Thursday, March 25, 2010

Happy Birthday CYSD

March 24th is CYSD’s birthday. Yesterday we were 28 years old. And boy, do we know how to throw a party. I have organised a few parties in my time, but not one that goes on from 10am until nearly midnight.

Every year, the NGO I am currently working with celebrates it’s Foundation Day.

The day started with the lighting of the celebratory candle, a key feature in all Indian celebrations. As it was not just a puja for CYSD staff, but their families also the morning followed on with dance competitions for the children, aloo and spoon race (not as interesting as our raw egg !) and a hotly contested cricket match on the front lawn. I was asked to present the children with their dance prizes and actually had predicted the winner - an up and coming young John Travolta, with his white head band and gold trousers. There was also a photo exhibition showing events and staff from the past 28 years and stalls full of freshly grown produce were being sold by people from the areas in which CYSD works – Koraput, Sundergarh and Keonijar.This was followed by a lovely lunch on the lawn enjoyed by everyone attending.

The event of the afternoon was a lecture on ‘Citizen’s Rights, Voters Education and Good Governance’, offered by Dr S.Y. Quarishi, the Election Commissioner of the Government of India. A very experienced, informed man, he made a very impressive speech on the area of Indian government for which he is responsible. This was followed by a response from Jagandanda, CYSD’s founder, but now the current state Information Commissioner (who later in the evening stepped on stage to lead a sing-song)

Up to this point of the day I had been wearing my usual clothes, but had been advised that a sari should be worn for the evening events, so I duely obliged.

After more food (though it was called a light snack, it was so much more) we all moved into the main auditorium where the main event of the evening was the recognition of long serving staff (20, 15, 10, 5 years service) as well as the 2 VSO volunteers. When I was called to the stage to receive my gift I held onto my sari for fear it would fall off – thankfully it didn’t. I was delighted to be presented with my gift and have a chat with Jagandanda, a man I have heard so much about but until last night had only said hello to on the bottom of the office stairs. In between each session we had a formal dance event performed by many of the children who had been in the morning competition to the now famous song ‘Jai Ho’ (needless to say lead by Mr Travolta himself) as well as tribal dances performed by some of the staff from both the Koraput and Sundergarh field offices.

The day finished by a lovely dinner served out on the lawn – at this stage there must have been 500 people there. And then this morning some of us were in for a full day manager's meeting.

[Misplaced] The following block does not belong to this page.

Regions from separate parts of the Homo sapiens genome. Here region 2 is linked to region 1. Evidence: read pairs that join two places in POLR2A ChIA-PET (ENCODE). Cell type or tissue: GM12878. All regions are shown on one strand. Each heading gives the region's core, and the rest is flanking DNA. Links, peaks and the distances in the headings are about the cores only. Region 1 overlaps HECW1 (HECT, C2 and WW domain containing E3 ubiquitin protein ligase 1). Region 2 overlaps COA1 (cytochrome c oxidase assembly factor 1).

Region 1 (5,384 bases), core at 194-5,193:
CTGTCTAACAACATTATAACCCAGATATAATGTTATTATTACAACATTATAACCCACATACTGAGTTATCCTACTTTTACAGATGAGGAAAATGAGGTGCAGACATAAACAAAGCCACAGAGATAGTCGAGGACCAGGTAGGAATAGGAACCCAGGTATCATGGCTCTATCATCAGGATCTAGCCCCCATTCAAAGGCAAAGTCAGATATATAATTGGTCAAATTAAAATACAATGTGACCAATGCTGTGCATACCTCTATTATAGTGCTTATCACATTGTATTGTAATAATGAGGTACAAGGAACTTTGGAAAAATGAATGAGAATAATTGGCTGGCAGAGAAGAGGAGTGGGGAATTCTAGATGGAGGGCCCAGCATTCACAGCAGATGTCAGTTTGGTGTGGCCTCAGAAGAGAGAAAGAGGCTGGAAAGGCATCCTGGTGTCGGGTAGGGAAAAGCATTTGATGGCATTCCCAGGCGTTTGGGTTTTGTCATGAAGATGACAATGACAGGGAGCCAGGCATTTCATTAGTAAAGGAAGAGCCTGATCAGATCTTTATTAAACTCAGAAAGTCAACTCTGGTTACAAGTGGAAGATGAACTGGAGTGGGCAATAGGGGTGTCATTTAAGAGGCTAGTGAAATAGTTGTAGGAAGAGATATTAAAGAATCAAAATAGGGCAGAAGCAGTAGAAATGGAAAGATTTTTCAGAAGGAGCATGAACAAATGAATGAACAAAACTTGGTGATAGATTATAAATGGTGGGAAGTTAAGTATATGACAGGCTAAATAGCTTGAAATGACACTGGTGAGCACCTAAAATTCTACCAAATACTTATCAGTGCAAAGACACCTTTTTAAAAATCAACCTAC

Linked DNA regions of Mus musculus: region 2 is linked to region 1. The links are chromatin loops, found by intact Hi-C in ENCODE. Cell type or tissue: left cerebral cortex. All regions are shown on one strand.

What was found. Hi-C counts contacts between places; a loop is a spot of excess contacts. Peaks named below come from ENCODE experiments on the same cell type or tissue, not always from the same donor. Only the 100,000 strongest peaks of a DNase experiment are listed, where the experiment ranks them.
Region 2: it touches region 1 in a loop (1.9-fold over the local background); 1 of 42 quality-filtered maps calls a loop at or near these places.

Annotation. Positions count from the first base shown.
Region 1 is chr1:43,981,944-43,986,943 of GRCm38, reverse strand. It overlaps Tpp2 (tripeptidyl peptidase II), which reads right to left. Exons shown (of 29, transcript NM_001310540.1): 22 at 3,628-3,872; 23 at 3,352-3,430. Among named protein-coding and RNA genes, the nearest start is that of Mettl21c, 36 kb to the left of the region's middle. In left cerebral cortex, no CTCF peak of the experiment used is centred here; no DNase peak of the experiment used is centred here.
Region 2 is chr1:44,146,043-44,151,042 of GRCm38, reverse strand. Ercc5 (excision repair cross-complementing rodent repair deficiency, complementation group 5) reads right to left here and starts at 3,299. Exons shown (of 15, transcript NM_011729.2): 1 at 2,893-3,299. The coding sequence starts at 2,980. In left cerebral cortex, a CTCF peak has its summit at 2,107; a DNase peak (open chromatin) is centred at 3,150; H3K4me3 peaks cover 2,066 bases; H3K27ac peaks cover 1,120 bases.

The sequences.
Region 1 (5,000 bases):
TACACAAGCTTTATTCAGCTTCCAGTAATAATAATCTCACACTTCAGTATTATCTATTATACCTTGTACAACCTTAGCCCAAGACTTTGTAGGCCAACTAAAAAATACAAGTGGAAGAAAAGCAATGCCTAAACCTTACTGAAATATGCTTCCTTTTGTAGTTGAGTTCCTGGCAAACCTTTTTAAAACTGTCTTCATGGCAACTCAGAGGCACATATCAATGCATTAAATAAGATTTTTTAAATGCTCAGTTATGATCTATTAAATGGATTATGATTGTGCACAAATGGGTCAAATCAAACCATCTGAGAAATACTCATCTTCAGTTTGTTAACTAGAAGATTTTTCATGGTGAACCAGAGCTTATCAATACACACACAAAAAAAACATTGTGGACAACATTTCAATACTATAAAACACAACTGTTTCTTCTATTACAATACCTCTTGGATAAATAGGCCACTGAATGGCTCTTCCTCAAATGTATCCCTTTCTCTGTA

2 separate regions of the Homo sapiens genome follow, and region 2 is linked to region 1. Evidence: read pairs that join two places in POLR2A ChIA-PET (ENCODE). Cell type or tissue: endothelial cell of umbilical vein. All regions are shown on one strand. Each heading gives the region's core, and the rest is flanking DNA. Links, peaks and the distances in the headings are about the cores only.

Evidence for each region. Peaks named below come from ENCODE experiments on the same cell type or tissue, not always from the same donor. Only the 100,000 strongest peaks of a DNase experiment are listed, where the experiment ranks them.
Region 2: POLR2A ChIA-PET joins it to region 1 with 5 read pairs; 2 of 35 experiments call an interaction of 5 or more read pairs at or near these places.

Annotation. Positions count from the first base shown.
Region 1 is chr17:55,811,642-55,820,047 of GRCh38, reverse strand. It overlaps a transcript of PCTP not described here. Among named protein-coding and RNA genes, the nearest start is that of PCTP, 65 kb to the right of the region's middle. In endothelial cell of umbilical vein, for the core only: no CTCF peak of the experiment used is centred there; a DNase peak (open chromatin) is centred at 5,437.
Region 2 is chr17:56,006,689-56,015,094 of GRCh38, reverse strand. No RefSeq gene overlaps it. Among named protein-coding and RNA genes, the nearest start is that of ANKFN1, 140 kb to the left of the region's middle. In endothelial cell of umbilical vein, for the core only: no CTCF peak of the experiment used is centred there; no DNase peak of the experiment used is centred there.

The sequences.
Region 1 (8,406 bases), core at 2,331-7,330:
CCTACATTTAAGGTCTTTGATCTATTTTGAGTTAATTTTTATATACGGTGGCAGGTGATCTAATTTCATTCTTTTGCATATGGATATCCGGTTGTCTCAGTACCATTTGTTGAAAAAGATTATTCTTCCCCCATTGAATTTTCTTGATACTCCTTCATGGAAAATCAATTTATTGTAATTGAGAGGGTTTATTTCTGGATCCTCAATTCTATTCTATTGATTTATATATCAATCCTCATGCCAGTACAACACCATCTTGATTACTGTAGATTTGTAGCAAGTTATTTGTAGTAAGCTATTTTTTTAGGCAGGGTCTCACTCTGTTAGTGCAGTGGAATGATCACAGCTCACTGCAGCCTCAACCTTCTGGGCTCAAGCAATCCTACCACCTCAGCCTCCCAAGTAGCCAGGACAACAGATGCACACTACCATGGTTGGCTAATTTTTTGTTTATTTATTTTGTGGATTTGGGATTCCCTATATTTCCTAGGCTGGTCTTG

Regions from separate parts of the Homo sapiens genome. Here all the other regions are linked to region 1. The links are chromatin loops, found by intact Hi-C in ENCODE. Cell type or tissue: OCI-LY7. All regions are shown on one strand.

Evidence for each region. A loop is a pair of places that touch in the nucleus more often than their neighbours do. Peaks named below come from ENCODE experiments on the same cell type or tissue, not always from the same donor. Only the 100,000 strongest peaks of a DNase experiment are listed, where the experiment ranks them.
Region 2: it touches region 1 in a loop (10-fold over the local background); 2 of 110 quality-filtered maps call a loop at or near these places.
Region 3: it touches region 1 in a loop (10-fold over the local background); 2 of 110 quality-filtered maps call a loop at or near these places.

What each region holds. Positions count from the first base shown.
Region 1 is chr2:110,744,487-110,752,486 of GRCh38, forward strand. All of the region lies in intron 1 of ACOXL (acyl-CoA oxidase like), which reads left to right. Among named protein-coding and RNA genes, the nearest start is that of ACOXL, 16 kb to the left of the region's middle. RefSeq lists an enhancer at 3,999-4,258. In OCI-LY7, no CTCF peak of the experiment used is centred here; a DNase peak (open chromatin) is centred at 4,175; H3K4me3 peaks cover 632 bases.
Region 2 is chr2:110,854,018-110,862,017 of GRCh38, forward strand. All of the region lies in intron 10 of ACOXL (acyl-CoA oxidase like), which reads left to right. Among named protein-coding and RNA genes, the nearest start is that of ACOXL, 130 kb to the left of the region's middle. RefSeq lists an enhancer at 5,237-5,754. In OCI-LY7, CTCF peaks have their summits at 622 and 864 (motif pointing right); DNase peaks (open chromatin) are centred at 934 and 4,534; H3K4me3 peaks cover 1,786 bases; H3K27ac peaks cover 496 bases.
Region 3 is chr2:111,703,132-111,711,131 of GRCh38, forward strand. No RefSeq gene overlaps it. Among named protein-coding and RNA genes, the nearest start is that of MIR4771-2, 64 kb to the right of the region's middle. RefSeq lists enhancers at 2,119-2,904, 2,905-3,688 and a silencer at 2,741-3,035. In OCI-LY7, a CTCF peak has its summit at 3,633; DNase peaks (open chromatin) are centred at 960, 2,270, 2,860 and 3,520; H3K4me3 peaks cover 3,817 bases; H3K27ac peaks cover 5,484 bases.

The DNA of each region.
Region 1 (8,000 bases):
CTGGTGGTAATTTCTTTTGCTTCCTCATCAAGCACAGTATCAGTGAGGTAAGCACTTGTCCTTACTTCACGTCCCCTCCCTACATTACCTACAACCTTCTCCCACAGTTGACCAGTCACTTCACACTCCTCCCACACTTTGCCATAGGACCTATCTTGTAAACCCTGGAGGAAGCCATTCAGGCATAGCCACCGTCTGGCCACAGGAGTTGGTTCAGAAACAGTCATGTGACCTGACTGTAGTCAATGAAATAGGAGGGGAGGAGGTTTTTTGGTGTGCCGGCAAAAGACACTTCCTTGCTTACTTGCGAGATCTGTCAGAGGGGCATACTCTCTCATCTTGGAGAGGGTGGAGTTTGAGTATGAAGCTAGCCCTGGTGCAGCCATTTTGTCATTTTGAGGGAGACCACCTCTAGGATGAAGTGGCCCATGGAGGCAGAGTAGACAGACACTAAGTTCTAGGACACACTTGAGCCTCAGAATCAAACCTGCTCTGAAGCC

What a puja !

Weather update - it hit 44 degrees celcius today. Yikes !

Friday, March 19, 2010

Books, books and more books

I have just been asked (thanks Mam) if I have enough books to read while I'm out here in India.
Thankfully previous volunteers have left books behind and most of them have ended up in my apartment - lucky me !

I had always thought I'd let you know what I am reading once I had ten books read so here goes:

I won't comment on whether I'd recommend them or not as each to their own.

I'll update again after the next ten

Happy reading

Monday, March 15, 2010

Puri, PAR and Pasta

I’m just back from a lovely few days in Puri, a beach resort on the Bay of Bengal, on the coast of Orissa. I attended the VSO Programme Annual Review (PAR) which was held 10th - 12th March at the Holiday Resort Hotel. It was great to see the old faces again, and some new. In all there are currently 60 volunteers in India, but unfortunately due to financial cut backs that number will start to seriously drop from next year.

We had great discussions on each of the topic areas – Participation and Governance, Disability, HIV/AIDS and Volunteering.

We worked hard during the day, but VSO had arranged for us to play hard in the evenings – the first evening we had dinner on the beach, and on the second evening we were entertained by Gotipus and Odissi dancers. Gotipuas are generally young boys, dressed up as girls. From the 17th century onwards Gotipua dance spread as part of the temple culture of Lord Jaganannath in Puri.

The third and final day of the conference was run by the volunteer committee and as a group we found that there was a lot to discuss. But not so much we spent the whole day locked into a room. The committee had very kindly arranged a choice of outings for the afternoon and I chose to go see the Sun Temple at Konark, a local World Heritage Site.

A13th-century Sun Temple (also known as the Black Pagoda) it was built by King Narasimhadeva-I(AD 1236-1264) of the Eastern Ganga Dynasty. The temple takes the form of the chariot of Surya(Arka), the sun god, and is heavily decorated with stone carving. The entire complex, most of it now gone, was designed in the form of a huge chariot drawn by seven spirited horses on twelve pairs of exquisitely decorated wheels. The entrance is guarded by two lions, which are each shown crushing a war elephant. Each elephant in turn lies on top of a human body.

The temple symbolises the majestic stride of the Sun god. All around the temple, there are various floral and geometric patterns. There are also human, divine and semi-divine figures in sensuous poses. The carvings contain couples in various amorous poses, and are derived from the Kama Sutra.

I had previously decided to then spend the weekend in Puri with two other VSO volunteers and I’m delighted I did. Not only was it lovely to catch up with them, but other volunteers had also decided to stay on in Puri for a few extra days.